24th August. A visit to Sir W. Scott is surely worth perpetuating, but yet I am so more hurried when flying about the country in coaches with a companion than when I was alone & afoot that I have no spirit for journalizing & can only sketch hastily & without spirit those scenes which under other circumstances I should have delighted to put down for my future amusement -
We quitted Torwood Lee with Mr. G. Pringle about 1/2 8 & arrived after an hours ride at the ford & a minute after at the hall — The road to Selkirk from Kelso passes immediately behind it. You pass a fine gothic gateway enter a court & are received at the door by the one of the great stag hounds Nimrod. We passed the hall & entered the library where a few minutes afterwards we were joined by Sir Walter. He bears the appearce of great debility & this joined to his excessive lameness makes it painful to see him in motion. Apparently long habit has rendered him more indifferent to the embarrassment than one should suppose — There are very good portraits of him — His countenance is heavy in the extreme — but when he speaks & looks at you, all stupidity vanishes — his hair is quite white. — During breakfast at which his daughter presided & Mr. Lockhart assisted we made good acquaintce & nothing could exceed the amiability of his manner or the liveliness of his conversation — He afterwards undertook to be our cicerone in showing us about his beautiful mansion which in all its ornaments gives me much more pleasure than Alnwick Castle — I need not write about it for I shall not forget any thing I saw there. About 1/2 11 we quitted Abbotsford.
A long ride of six hours into Yarrowdale to Newark Castle — Mungo Parks birthplace — & the Duke of Buccleuch's seat at [blank] was spoilt by the rain. The evening we spent at Torwood Lee.
25. The weather cleared up again & I rose very early in pursuance of a sudden impulse walked down to Galashiels — & thence to the banks of the Tweed opposite Abbotsford where I spent a good half hour in taking as favourable sketch as could be got. Returning from thence I packed up at Galashiels engaged a little stupid boy & an ass that seemed to be its twin brother to take our baggage forward to the cross road at Whytbank & then returning to the Hall took leave of the family & with my companion went & caught the mail at 1 PM. At 4 we reached Edinburgh — a beautiful town surpassing my expectations in every way. -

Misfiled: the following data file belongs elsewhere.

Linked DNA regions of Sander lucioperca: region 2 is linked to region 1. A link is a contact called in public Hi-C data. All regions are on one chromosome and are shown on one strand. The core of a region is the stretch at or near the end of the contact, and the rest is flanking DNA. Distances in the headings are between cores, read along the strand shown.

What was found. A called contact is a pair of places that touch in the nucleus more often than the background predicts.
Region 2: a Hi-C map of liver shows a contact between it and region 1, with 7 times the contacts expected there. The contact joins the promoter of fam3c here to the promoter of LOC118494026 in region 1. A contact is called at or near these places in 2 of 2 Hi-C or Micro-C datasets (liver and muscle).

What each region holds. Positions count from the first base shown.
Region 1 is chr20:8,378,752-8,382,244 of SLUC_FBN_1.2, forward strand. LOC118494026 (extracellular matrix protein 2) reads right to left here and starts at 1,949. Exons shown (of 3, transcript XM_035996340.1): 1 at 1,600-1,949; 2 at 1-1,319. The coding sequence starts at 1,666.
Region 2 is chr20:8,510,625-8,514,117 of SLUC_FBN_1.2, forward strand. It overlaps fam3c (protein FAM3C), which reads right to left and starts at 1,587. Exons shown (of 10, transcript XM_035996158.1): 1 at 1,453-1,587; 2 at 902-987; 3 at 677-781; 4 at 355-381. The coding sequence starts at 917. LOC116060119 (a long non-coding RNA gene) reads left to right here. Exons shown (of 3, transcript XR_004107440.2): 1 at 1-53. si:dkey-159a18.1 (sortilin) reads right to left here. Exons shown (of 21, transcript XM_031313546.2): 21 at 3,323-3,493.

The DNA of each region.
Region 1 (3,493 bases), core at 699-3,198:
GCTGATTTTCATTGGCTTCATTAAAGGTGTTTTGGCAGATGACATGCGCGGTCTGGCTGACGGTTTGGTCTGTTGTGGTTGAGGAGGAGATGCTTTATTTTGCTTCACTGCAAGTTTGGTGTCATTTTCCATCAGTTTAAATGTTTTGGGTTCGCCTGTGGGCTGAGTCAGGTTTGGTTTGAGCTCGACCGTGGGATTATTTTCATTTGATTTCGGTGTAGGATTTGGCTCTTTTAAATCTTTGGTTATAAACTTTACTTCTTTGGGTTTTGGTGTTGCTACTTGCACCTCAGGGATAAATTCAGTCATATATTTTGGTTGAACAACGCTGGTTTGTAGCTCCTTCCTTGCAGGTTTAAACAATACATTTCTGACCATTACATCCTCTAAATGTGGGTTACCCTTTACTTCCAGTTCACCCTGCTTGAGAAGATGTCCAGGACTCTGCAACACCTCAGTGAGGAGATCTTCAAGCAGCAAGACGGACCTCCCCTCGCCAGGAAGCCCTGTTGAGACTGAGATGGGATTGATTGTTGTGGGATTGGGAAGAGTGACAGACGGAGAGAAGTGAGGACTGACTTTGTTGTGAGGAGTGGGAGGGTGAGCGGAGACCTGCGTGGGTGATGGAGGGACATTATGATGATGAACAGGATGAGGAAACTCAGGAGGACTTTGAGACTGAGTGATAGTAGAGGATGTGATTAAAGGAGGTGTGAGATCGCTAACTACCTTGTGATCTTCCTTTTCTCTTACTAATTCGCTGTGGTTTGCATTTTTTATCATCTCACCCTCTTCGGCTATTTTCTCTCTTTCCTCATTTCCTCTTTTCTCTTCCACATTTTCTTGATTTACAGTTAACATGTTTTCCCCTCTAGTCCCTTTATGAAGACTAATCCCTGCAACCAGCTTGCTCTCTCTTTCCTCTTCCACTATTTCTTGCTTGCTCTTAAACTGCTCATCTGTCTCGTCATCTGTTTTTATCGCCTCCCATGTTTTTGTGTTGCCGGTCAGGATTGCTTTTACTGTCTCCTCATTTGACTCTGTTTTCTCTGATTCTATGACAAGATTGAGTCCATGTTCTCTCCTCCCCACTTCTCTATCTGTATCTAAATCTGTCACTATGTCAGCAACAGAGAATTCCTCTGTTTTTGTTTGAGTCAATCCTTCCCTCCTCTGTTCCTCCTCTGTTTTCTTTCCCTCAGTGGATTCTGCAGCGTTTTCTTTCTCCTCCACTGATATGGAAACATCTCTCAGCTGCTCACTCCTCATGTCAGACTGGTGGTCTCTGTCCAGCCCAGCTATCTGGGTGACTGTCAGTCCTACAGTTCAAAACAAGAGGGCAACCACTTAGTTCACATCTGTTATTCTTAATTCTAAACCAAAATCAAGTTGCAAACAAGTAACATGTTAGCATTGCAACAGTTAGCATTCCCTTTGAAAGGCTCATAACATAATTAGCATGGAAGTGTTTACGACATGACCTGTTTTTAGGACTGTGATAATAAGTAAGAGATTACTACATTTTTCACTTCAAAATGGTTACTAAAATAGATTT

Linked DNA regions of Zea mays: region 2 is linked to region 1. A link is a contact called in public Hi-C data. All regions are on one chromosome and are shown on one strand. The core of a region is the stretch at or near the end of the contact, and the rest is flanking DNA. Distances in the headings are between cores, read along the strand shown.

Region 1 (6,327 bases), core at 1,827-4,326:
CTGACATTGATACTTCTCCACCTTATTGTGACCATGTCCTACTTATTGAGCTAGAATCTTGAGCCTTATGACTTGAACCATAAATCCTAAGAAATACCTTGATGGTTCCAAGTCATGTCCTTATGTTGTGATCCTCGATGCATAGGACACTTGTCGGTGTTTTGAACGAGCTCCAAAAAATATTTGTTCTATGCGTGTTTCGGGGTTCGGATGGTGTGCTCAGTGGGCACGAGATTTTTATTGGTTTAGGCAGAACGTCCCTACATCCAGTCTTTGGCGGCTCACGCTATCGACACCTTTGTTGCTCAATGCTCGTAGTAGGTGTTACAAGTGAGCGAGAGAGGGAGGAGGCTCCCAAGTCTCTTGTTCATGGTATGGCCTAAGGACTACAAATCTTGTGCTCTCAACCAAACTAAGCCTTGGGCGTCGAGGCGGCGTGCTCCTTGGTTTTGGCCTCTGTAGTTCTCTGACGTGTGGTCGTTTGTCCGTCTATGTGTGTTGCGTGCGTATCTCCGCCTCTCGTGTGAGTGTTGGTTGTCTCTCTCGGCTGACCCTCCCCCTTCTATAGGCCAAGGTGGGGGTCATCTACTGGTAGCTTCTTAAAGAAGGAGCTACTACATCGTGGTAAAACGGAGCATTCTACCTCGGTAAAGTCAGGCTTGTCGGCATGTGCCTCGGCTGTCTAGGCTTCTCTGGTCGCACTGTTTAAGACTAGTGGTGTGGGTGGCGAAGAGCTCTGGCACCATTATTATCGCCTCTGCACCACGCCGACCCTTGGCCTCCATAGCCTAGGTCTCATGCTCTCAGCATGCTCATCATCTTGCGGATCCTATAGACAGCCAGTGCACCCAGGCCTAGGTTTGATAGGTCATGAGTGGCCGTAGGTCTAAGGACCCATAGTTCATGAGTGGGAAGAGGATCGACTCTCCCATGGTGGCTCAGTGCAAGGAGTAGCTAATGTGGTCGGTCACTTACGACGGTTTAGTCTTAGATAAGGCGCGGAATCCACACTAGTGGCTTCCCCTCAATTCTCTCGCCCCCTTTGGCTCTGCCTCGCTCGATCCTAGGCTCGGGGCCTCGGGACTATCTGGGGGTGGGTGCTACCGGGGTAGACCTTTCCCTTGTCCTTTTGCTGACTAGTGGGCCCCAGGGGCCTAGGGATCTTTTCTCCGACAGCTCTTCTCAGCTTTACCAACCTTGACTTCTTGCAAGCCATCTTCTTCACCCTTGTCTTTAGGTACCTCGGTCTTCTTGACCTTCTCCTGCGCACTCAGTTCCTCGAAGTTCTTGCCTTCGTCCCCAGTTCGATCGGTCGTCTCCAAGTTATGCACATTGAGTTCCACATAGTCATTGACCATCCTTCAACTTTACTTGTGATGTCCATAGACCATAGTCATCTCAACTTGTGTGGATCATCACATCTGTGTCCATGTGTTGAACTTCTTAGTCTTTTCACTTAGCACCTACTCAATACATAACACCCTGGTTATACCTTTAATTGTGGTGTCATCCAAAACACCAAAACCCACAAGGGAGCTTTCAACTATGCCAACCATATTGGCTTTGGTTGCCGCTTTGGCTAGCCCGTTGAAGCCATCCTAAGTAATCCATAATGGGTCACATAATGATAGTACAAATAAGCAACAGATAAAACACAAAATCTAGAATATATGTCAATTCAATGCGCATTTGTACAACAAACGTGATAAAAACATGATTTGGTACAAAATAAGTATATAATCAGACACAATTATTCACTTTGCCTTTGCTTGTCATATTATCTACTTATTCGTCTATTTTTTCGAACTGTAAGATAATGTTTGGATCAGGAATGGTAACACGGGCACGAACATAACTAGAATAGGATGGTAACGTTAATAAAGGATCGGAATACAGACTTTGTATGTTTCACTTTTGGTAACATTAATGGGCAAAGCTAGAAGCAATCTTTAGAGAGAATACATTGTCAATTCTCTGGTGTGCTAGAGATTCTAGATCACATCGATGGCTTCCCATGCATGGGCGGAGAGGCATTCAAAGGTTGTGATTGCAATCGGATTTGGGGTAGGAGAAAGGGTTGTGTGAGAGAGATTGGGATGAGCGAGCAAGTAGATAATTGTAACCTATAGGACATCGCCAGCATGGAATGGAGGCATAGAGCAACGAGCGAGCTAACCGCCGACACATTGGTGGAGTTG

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A Bison Hunt in North America (1832)

October 29 To Start shift camp — this having become a chaos of mud and filth: the horse very stiff and having fed on acorns & mulberry bark. Starting we cross both of the creeks forming Le grand Bayeau. The weather clearing up tolerably reach the prairies [illegible] [illegible] resolved to encamp on one of the creeks adjoining. Leaving the rangers and others, our party diverge & soon discover wild horses, deer, and buffalo. Billet starts after one of the former leaving Mr E burdened with U S gun & [illegible] carbine. Mr I & Al start after 2 buffalo bulls & after a long [illegible] and struggle between impatience & problems I take leave & dash off after them: chace an old bull into a jungle & lose him. Turn off then & gallop a mile to a herd of 7 bulls to which I give a run of a couple of miles joined by Albert. Their movement & appearance genl behavior. After a run of a couple of miles over a rolling prairie with deep red gullies: separate one that I had wounded & chace him [illegible] into a low marshy jungle where he turns to fight: give him the other balls, none mortal & eventually leave him: mount a ridge & look out for Pawnies or my companions. Discover Mr. I & Al: & join them. Billet goes with us to seek Mr E & Uncle Sam & we turn southward to approach a gang of 30+ bulls — cows & calves that appear like dots in the distance; land marks. Take the wind of them & confirm to get them between us & the creek that should lead us to our camp. Shoot bulls near a notable clump of trees; one runs off & alarms the herd; they commence running & I take the rear of them & Mr I approaches from the side. A dashing chace ensues; after many a mile of this I reach the flank of the rear guard; single out a fat cow & bring her down in full career by a ball which broke her back. Her calf — old walloping bull in the rear; lend WI my gun & remain near my prize. Sometime after seeing W I about a mile beyond I ride to him & find that my second barrel had in his hands killed a heifer: — return to my buffalo & surrounded by a circle of wolves get the tongue: perform the same operation on his prize. Look out in vain for Al who had passed on in chace to the S ward &